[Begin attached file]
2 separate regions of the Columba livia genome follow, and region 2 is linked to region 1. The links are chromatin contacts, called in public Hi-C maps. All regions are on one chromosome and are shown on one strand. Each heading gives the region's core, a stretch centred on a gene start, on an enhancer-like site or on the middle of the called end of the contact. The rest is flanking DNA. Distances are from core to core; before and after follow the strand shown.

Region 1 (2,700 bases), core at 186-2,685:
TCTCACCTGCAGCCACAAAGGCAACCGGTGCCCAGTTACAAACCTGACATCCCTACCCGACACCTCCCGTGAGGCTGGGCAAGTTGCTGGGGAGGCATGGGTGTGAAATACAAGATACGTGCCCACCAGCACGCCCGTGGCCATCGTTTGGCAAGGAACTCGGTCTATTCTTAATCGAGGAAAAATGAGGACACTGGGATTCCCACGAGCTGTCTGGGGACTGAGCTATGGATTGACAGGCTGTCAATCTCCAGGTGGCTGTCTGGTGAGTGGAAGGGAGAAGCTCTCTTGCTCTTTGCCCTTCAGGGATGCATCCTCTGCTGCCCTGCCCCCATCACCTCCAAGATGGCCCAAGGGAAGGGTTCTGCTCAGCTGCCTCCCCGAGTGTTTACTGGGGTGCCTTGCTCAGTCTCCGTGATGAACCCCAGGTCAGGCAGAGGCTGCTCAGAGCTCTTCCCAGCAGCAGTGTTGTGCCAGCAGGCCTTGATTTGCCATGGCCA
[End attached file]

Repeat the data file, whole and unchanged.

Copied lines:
2 separate regions of the Columba livia genome follow, and region 2 is linked to region 1. The links are chromatin contacts, called in public Hi-C maps. All regions are on one chromosome and are shown on one strand. Each heading gives the region's core, a stretch centred on a gene start, on an enhancer-like site or on the middle of the called end of the contact. The rest is flanking DNA. Distances are from core to core; before and after follow the strand shown.

Region 1 (2,700 bases), core at 186-2,685:
TCTCACCTGCAGCCACAAAGGCAACCGGTGCCCAGTTACAAACCTGACATCCCTACCCGACACCTCCCGTGAGGCTGGGCAAGTTGCTGGGGAGGCATGGGTGTGAAATACAAGATACGTGCCCACCAGCACGCCCGTGGCCATCGTTTGGCAAGGAACTCGGTCTATTCTTAATCGAGGAAAAATGAGGACACTGGGATTCCCACGAGCTGTCTGGGGACTGAGCTATGGATTGACAGGCTGTCAATCTCCAGGTGGCTGTCTGGTGAGTGGAAGGGAGAAGCTCTCTTGCTCTTTGCCCTTCAGGGATGCATCCTCTGCTGCCCTGCCCCCATCACCTCCAAGATGGCCCAAGGGAAGGGTTCTGCTCAGCTGCCTCCCCGAGTGTTTACTGGGGTGCCTTGCTCAGTCTCCGTGATGAACCCCAGGTCAGGCAGAGGCTGCTCAGAGCTCTTCCCAGCAGCAGTGTTGTGCCAGCAGGCCTTGATTTGCCATGGCCA